disbar(redirected from disbarring)
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To revoke an attorney's license to practice law.
A disbarment proceeding is the investigation into the conduct of a member of the bar in order to determine whether or not that person should be disbarred or disciplined. The state bar association normally takes such action based on allegations of a lawyer's unethical conduct. For example, the bar association might initiate an action for disbarment against a lawyer who has revealed information obtained from the Privileged Communication between the lawyer and a client.
In one of the more high-profile cases of disbarment in recent history, the U.S. Supreme Court in 2001 moved to disbar former President William Jefferson Clinton, thus preventing him from practicing before the high court. The Court's action came after a similar move by the Arkansas Supreme Court's Committee on Professional Conduct, which recommended disbarment of the former president in that state. The actions stemmed from charges of contempt, obstruction of justice, and perjury based on misleading statements made by Clinton about his relationship with White House intern Monica Lewinsky. Those charges led to Clinton's Impeachment by the U.S. House of Representatives in 1998. Clinton agreed to a fine and suspension imposed by the Arkansas Supreme Court disbarment committee and later asked to resign from the U.S. Supreme Court bar.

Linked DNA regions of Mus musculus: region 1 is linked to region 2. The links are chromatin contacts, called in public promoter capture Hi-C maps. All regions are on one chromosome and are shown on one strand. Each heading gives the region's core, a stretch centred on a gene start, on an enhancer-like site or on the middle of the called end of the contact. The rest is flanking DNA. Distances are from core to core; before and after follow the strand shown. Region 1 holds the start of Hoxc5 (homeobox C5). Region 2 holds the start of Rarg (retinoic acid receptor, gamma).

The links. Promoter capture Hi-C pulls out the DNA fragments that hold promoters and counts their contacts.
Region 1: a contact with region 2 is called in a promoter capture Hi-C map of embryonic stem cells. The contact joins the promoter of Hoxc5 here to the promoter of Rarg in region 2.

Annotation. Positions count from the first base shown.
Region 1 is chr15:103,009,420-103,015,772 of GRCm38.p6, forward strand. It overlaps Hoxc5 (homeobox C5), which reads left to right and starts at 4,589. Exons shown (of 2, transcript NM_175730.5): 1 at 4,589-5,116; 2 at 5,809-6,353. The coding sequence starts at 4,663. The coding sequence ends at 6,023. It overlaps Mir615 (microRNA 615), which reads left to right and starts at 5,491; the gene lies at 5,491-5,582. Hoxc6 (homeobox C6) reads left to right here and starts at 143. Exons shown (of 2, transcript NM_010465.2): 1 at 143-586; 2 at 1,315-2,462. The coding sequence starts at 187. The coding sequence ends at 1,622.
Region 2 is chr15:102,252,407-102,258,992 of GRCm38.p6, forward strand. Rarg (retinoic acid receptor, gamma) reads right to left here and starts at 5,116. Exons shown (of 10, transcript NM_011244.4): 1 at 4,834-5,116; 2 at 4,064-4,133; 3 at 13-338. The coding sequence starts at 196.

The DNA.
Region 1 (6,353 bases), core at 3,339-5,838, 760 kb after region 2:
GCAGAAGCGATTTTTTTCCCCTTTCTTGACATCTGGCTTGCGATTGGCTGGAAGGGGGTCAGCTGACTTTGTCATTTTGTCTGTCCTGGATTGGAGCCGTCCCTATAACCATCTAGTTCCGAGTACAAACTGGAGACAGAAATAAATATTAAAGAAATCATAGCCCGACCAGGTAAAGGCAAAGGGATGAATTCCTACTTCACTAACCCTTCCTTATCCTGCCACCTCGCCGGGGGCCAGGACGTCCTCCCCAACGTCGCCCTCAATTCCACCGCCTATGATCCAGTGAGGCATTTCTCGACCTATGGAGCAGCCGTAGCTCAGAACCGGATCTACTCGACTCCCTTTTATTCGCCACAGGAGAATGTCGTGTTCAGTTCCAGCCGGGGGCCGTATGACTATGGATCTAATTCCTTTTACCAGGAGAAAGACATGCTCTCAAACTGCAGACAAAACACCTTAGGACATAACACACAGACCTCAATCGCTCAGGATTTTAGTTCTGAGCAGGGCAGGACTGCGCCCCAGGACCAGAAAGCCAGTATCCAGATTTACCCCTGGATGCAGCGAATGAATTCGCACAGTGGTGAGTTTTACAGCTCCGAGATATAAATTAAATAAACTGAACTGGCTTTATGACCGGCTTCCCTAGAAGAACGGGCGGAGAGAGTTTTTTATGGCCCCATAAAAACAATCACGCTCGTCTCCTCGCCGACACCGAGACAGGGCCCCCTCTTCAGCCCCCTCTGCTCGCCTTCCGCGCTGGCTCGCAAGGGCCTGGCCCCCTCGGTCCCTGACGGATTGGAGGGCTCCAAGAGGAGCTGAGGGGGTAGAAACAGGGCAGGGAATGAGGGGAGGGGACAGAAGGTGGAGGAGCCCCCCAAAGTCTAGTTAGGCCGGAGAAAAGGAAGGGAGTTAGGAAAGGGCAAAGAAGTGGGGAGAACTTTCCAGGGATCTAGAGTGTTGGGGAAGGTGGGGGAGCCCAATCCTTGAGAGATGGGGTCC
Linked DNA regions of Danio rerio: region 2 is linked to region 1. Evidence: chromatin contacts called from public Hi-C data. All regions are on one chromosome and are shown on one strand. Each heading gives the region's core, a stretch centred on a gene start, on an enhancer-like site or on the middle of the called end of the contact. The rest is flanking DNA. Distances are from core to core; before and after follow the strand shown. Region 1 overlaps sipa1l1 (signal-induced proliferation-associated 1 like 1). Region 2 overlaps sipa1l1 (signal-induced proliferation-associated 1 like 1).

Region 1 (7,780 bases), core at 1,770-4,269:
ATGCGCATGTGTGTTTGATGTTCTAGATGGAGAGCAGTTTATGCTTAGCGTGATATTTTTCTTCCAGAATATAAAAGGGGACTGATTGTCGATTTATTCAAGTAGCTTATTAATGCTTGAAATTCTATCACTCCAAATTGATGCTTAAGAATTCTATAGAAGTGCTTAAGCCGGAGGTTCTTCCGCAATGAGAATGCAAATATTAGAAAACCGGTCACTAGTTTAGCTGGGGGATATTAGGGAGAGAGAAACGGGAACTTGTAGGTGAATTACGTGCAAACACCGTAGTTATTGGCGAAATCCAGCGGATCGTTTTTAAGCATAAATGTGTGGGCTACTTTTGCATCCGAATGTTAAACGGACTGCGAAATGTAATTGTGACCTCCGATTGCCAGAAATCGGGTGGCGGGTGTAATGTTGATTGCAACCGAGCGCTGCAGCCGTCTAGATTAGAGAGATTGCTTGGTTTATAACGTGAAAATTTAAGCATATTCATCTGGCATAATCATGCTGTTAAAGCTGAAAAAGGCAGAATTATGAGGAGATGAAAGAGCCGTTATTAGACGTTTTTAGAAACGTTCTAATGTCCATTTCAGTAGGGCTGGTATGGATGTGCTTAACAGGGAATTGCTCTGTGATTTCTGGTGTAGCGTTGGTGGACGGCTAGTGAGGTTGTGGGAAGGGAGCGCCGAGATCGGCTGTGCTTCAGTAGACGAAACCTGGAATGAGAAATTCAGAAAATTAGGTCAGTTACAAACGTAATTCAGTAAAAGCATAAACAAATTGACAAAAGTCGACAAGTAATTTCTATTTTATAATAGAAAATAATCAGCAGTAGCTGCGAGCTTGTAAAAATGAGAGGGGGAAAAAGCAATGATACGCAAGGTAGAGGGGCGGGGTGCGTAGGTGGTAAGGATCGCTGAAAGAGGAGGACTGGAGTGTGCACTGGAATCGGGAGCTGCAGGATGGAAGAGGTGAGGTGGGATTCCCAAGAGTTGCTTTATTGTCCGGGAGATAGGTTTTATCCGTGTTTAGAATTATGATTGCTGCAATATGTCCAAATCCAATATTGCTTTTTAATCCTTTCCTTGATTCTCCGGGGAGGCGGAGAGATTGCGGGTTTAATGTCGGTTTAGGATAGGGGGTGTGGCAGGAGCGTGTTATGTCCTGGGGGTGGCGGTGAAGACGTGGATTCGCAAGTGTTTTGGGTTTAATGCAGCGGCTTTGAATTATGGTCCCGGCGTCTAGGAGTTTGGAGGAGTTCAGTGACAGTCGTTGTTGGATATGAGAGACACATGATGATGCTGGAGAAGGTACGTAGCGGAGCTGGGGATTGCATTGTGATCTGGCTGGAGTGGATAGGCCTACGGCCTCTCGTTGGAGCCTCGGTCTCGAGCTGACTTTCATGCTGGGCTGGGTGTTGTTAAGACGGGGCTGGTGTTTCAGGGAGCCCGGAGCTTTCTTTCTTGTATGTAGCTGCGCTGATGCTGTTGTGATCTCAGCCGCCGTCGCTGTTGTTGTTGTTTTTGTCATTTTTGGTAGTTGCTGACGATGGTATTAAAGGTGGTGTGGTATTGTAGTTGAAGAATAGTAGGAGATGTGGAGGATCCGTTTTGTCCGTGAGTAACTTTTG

v. to remove an attorney from the list of practicing attorneys for improper conduct. This penalty is usually invoked by the State Bar Association (if so empowered) or the highest state court, and will automatically prohibit the attorney from practicing law before the courts in that state or from giving advice for a fee to clients. The causes of permanent disbarment include conviction of a felony involving "moral turpitude," forgery, fraud, a history of dishonesty, consistent lack of attention to clients, abandoning several clients, alcoholism or drug abuse which affect the attorney's ability to practice, theft of funds, or any pattern of violation of the professional code of ethics. Singular incidents (other than felony conviction) will generally result in reprimand, suspension, and/or a requirement that the lawyer correct his/her conduct, show remorse and/or pass a test on legal ethics. (See moral turpitude)